Healthy People Live in Healthy Places


From ParticipACTION to the latest in the endless parade of fad diets, a healthy lifestyle is typically framed as an individual choice. But there’s more than willpower (or lack thereof) behind the size of your waistline, the strength of your heart, and the pinkness of your lungs.

A growing body of research suggests the best indicator of health is whether the community you live in is designed to make healthy choices easy. The small, unconscious actions of our daily lives add up, and can ultimately have a bigger impact on your overall health than whether you join a gym or eat healthier.

“Where you work, where you live, where you play—that’s what keeps you healthy,” insists New Westminster community health specialist Deanna Tan. “That’s really where ‘health’ happens, at home in your community.”

Tan works for Fraser Health, which, like most public health agencies, has long focused on preventative health care through activities like providing vaccines, promoting hand-washing, ensuring restaurants comply with health regulations, and distributing condoms and clean needles. But increasingly, regional health authorities are starting to take a holistic look at the impacts of the physical design of communities on chronic disease.

healthy-places-14According the BC Provincial Health Services Authority, people with chronic health conditions represent about 34% of the population in BC but make up about two-thirds of healthcare costs. Rather than continuing to allocate resources to acute care services, public health is starting to look more carefully at prevention and promotion strategies, says Tan, one of which is creating healthier communities.

“The time in your doctor’s office, that’s treatment. There’s a little bit of prevention, but really that’s illness and sickness, not health,” says Tan.

Health authorities are increasingly focusing on the impacts of infrastructure and community planning on health based on research that links poor air quality to increases in childhood asthma; sedentary lifestyles and diet to diabetes and heart disease; and a lack of safe, affordable housing to paramedic and policing calls related to mental illness.

The idea is that planning and investment policies, such as zoning and investment rules, create a ripple effect that ultimately affects the health of the population as a whole. For example, people are more likely to walk to school or work, and do errands on foot when city blocks are short and there’s a diverse mix of businesses close to homes—factors determined by city land use and zoning policies.

Increasing walkability of neighbourhoods sounds like a ‘nice-to-have’ feature, but when viewed through a health lens it becomes a must-have for the economic health of our nation. Physical inactivity alone costs the Canadian health care system at least $2 billion annually in direct healthcare costs. While not the only factor in chronic illness, high obesity rates are linked with higher rates of type II diabetes, heart disease, hypertension, stroke, and cancer. Public health specialists like Tan hope that by collaborating with city councils and other community partners, they can help decision-makers consider the public health impact of decisions involving housing, transportation, nutrition, access and inclusion, and the natural environment.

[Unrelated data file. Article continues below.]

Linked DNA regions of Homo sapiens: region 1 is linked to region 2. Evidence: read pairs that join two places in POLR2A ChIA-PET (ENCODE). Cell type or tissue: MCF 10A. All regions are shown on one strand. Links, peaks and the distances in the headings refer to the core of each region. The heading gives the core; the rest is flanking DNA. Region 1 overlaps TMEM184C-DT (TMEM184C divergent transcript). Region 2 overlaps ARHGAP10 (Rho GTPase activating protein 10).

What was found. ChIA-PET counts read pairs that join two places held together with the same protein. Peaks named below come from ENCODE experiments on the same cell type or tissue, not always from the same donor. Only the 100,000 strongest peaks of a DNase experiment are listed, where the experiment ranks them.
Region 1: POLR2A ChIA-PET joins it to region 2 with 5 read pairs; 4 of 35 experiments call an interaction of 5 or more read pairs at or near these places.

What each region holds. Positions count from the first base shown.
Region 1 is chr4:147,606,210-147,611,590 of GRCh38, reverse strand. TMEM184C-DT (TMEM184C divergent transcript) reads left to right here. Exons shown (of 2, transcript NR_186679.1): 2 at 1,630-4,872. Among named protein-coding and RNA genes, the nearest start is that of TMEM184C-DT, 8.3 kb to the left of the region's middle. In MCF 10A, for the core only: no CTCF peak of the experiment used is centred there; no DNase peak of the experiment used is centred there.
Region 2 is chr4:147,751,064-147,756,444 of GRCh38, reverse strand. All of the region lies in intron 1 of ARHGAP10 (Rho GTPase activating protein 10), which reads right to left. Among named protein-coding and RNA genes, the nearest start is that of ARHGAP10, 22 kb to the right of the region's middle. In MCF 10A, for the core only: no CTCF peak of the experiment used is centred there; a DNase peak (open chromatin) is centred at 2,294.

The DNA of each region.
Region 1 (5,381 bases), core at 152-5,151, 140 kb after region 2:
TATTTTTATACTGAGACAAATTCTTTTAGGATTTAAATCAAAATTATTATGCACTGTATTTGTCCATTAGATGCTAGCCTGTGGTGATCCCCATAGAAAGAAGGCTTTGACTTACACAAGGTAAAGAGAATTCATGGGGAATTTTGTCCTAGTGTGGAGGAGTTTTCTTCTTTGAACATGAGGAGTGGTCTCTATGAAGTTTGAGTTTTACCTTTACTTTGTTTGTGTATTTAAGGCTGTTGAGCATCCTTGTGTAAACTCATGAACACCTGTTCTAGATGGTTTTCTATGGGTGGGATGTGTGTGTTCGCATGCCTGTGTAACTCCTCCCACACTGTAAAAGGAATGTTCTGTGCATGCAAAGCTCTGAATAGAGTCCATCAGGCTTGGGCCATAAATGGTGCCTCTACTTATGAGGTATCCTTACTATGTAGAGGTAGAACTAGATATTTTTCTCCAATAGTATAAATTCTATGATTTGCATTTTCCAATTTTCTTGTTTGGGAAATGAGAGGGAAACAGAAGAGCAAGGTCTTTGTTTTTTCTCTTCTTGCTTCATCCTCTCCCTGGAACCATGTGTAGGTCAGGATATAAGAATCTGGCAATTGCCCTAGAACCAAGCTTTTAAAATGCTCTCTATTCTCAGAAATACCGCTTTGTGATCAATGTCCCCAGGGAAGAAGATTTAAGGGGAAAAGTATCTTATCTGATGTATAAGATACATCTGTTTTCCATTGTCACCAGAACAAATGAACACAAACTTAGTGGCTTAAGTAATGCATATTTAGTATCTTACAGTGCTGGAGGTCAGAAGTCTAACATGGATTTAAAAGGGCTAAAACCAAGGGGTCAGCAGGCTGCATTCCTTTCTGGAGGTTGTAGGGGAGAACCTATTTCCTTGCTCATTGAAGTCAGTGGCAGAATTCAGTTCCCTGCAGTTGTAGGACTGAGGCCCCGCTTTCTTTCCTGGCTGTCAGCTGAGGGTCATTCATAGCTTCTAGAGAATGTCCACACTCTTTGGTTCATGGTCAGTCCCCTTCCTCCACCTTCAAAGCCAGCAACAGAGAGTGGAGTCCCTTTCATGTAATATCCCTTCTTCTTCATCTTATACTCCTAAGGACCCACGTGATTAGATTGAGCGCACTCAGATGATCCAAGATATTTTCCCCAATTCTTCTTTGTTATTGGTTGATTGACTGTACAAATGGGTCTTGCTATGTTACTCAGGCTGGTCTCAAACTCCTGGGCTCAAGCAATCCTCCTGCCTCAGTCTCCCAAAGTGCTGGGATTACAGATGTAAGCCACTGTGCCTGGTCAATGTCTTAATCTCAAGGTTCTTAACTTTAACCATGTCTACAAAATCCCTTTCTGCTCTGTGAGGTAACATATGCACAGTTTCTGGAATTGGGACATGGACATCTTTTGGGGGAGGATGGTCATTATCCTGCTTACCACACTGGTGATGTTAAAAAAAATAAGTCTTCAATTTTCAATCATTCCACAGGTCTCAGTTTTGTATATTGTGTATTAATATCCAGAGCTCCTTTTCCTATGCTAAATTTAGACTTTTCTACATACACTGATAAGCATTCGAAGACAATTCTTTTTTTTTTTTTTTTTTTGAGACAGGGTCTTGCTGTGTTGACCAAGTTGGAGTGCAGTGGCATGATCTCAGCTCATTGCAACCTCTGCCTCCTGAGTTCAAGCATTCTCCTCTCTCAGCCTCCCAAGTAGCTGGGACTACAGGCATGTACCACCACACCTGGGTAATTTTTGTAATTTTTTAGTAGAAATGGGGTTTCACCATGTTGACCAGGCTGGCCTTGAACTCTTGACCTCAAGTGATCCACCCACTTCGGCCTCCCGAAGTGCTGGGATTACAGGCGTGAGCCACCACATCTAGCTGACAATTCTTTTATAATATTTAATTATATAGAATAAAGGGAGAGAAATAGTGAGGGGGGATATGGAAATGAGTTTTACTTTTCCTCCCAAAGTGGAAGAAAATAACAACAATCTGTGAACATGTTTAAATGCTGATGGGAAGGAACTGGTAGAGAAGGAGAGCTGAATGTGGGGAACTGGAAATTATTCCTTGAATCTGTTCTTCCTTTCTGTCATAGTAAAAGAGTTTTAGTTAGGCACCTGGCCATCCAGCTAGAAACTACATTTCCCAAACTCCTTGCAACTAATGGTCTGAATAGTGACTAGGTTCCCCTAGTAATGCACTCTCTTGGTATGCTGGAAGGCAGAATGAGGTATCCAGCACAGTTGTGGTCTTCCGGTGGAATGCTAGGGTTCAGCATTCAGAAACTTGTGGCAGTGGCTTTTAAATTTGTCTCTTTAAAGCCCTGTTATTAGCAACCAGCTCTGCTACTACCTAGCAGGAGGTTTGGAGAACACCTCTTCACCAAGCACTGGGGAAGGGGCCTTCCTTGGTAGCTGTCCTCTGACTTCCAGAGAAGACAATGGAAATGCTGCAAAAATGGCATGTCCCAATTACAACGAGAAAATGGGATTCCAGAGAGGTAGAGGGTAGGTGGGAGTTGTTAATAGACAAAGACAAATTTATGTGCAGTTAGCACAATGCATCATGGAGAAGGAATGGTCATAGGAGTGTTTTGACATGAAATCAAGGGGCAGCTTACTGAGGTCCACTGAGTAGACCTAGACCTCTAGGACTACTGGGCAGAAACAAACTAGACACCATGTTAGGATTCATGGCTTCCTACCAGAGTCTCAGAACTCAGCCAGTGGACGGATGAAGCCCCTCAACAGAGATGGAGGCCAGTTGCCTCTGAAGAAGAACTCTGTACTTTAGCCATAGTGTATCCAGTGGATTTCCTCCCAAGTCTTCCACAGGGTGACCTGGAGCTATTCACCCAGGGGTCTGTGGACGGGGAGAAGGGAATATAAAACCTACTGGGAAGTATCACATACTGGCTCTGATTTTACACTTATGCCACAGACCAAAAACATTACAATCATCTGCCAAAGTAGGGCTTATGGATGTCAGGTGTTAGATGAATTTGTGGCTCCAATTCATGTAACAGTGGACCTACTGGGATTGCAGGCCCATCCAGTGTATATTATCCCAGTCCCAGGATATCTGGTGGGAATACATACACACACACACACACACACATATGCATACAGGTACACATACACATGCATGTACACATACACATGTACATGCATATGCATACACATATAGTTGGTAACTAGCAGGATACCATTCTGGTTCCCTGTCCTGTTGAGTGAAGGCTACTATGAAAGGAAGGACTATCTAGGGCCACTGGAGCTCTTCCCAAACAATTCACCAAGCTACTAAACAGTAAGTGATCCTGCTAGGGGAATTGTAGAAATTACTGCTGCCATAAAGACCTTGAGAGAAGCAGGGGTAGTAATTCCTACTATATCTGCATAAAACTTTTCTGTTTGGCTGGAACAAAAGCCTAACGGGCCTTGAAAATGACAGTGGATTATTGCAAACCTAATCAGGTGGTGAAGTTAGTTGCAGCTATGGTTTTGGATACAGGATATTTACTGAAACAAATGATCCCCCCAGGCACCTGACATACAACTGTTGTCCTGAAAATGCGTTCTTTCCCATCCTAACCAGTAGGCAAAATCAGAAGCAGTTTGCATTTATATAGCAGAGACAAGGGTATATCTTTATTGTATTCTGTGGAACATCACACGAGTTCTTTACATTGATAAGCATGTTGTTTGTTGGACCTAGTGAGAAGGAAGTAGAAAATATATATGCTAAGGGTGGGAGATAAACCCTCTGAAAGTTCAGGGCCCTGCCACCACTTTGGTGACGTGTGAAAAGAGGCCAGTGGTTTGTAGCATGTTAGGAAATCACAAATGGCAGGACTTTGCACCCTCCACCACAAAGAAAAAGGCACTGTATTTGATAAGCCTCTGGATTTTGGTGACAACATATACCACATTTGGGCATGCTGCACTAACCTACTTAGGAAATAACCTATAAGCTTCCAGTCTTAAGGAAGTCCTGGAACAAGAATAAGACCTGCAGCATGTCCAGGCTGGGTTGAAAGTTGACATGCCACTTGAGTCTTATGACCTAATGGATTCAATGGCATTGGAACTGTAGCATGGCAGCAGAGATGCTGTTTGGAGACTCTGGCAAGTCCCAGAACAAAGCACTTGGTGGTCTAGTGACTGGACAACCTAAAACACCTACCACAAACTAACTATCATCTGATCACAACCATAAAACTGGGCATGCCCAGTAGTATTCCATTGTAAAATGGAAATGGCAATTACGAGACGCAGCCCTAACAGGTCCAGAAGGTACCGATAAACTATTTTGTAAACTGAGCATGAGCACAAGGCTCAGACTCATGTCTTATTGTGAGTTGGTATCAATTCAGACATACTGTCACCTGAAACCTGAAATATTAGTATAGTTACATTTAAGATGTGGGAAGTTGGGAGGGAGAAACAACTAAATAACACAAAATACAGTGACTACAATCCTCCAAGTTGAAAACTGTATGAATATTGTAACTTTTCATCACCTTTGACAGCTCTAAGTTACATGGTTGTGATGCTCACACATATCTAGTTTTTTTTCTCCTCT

“The goal isn’t necessarily to do things differently,” says Tan, “but to view things differently.”

Not every community has been receptive to this ‘health lens,’ but in New Westminster, Tan and her colleagues have been invited to sit on several City committees, and to provide research, support, and expertise to staff as they draft an updated Official Community Plan (OCP).

The OCP is being revised in a process that began in 2014. Residents have been invited to attend numerous consultation opportunities and sit at the table. Recently, the City released the first draft of Land Use Map, which will be used to determine development in the city until 2041. It is based on the input of people who have attended meetings, written in, and voiced their opinions. The importance of getting this right can’t really be ignored as this document will define the city’s goals, policies, and vision for the future.

Councillor Patrick Johnstone, who has been an active participate on this process, says: “The OCP is ‘the big one’: it is the planning document that tells us the most about how our City will look in the decades ahead. Types of housing is a big part of it, but so is neighbourhood form, and how we will continue to support other work like our Master Transportation Plan and the Urban Forest Management Strategy as we experience regional growth.”

“A healthy community is one where you can walk or ride a bike safely, where services you need are nearby and accessible, where you are supported in raising your kids, and have comfortable options to age in place. However, in an urban area like New West, it also means protecting and enhancing our limed green space, assuring we have trees to moderate our local climate, people have an opportunity to plant a seed and grow some local food, and that neighbours can have meaningful social connections. We need to plan our community to facilitate these things, not limit them.”